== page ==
At the apex of the Greenland ice sheet, a community of 41 scientists and support staff carry out cutting-edge research into everything from climate change to particle physics
For two hours, I had been sitting amid heavy cargo inside the hot, cavernous fuselage of a ski-equipped New York National Air Guard Hercules C-130. Other than the pilots, the aircraft carried just me, two loadmasters and Mike Jayred, a highly reputed ice-coring engineer who has spent the past two decades extracting some of the oldest and most precious climate records ever retrieved from Greenland and Antarctica. Any attempts at conversation were drowned out by the pressurisation, the roar of the propellor engines and our fluorescent earplugs.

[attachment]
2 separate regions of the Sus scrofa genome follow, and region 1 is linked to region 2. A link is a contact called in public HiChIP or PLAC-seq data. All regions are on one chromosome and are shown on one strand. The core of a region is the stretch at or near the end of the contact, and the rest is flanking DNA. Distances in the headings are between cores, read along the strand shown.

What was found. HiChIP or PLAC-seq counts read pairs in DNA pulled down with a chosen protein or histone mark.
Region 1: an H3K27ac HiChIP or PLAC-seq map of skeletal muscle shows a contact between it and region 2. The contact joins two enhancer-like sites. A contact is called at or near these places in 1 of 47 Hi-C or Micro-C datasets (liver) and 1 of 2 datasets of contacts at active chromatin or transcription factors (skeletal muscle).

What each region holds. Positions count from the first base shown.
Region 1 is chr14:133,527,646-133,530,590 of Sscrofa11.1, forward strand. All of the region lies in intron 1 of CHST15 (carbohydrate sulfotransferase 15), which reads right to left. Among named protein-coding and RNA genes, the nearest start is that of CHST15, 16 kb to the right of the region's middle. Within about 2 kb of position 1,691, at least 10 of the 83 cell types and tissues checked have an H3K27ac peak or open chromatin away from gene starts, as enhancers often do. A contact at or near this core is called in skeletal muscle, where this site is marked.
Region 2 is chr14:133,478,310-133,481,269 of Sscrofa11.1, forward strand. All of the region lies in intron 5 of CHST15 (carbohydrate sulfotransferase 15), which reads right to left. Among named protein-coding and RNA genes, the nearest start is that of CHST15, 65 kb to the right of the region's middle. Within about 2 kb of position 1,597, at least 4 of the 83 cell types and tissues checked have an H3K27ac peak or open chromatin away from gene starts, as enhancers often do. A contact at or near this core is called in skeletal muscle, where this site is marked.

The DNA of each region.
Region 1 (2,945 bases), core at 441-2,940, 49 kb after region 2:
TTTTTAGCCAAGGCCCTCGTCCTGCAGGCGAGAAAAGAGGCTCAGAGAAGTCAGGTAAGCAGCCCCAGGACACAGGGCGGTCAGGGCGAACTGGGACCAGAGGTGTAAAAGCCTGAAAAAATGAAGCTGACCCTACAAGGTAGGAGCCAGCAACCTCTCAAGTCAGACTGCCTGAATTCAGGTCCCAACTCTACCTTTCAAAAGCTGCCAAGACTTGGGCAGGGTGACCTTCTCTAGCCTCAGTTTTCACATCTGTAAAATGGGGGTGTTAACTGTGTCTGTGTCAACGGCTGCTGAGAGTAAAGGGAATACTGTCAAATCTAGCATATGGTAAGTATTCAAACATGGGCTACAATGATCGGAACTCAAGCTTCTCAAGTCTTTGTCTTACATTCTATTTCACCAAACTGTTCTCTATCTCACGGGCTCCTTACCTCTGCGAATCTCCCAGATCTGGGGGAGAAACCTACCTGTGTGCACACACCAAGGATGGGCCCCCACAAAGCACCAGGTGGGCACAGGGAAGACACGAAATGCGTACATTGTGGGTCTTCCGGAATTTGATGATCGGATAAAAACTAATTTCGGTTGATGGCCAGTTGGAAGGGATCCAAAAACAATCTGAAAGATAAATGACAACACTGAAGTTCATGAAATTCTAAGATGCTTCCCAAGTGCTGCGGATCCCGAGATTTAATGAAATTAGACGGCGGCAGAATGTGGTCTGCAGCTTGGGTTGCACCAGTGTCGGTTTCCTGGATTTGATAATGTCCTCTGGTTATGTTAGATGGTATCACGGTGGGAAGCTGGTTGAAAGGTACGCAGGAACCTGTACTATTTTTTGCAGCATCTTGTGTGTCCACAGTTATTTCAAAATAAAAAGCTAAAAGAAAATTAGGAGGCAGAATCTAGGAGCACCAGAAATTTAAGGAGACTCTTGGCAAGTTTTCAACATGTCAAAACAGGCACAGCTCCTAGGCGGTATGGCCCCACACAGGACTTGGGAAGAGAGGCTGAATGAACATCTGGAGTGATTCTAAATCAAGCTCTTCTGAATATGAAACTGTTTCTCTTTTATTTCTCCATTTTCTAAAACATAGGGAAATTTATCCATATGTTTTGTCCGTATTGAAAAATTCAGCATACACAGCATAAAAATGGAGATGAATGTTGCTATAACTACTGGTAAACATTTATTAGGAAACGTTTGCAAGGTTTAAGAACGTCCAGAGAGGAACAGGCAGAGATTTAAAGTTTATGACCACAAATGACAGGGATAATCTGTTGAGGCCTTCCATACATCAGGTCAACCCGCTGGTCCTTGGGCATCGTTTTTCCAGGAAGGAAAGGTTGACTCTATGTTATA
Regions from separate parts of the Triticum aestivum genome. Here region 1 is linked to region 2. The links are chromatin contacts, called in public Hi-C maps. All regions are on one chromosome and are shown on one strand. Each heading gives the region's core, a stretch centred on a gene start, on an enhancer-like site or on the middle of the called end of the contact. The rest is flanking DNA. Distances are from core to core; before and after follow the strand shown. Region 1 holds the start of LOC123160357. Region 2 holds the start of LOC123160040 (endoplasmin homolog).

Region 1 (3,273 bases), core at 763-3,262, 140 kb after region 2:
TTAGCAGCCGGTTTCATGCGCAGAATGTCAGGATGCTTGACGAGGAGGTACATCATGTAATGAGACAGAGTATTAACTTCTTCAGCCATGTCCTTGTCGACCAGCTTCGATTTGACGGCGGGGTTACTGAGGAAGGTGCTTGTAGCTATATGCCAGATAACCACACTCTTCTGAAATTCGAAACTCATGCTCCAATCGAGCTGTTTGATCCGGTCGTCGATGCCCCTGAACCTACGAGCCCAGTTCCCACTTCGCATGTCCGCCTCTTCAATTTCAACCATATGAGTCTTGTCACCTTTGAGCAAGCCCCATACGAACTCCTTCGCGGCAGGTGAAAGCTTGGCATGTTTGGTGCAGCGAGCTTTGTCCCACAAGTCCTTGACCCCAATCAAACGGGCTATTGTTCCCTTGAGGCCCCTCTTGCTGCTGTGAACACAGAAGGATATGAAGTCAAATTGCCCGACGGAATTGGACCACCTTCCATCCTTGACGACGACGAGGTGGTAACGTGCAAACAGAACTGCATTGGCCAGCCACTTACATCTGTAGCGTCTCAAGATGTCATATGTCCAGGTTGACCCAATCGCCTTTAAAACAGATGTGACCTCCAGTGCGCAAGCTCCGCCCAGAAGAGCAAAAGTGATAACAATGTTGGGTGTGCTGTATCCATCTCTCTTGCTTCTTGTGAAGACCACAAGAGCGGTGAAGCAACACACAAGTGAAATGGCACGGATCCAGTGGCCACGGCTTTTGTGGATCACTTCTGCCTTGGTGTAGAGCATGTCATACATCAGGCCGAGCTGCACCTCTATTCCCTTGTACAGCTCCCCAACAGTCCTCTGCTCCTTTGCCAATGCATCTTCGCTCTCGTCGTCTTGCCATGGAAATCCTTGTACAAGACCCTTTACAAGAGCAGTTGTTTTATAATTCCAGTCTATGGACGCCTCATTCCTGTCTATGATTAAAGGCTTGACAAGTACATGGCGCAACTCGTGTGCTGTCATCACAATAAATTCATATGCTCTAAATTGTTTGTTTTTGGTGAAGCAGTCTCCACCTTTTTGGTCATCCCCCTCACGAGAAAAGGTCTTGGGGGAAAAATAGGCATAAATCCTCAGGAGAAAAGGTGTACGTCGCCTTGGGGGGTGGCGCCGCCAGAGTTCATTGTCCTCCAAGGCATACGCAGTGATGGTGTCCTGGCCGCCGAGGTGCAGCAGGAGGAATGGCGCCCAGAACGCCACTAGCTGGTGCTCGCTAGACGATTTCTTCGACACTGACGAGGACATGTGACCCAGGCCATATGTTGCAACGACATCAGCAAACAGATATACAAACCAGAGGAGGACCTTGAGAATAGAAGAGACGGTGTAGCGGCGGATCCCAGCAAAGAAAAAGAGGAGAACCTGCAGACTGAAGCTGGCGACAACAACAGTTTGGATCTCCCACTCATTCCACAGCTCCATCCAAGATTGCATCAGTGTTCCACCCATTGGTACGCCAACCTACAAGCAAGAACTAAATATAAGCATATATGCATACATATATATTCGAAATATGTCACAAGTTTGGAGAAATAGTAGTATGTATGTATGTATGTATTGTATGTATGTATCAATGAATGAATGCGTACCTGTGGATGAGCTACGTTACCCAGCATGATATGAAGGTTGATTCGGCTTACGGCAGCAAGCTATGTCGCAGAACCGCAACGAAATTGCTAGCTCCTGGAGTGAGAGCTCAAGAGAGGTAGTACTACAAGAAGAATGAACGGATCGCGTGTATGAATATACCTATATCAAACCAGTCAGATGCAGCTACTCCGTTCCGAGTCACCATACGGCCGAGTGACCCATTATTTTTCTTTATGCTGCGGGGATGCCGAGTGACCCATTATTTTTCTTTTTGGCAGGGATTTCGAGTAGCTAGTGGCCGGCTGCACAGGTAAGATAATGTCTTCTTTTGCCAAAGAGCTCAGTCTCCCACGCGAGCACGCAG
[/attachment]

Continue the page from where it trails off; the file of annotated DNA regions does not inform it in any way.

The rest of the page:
As the plane came to a standstill after an almost unnoticeable landing on the snow runway, the loadmasters threw us our bags and frantically directed Mike and me to a small door at the front of the aircraft. The contrast couldn’t have been starker as we stepped out of the darkness and stumbled away from the deafening propellors as quickly as we could, disorientated by the brightness of the sun and reverberation on the snow. ‘Welcome to Summit’, shouted Hope from behind a cold-weather mask that protect her from the –30˚C temperature. She loaded our bags onto a sledge and directed us to the Big House. Propped up on ten-metre stilts, a big white radome on its roof and with the flags of the USA, Greenland and Denmark flapping in unison, the building was unmistakable as the station’s central hub.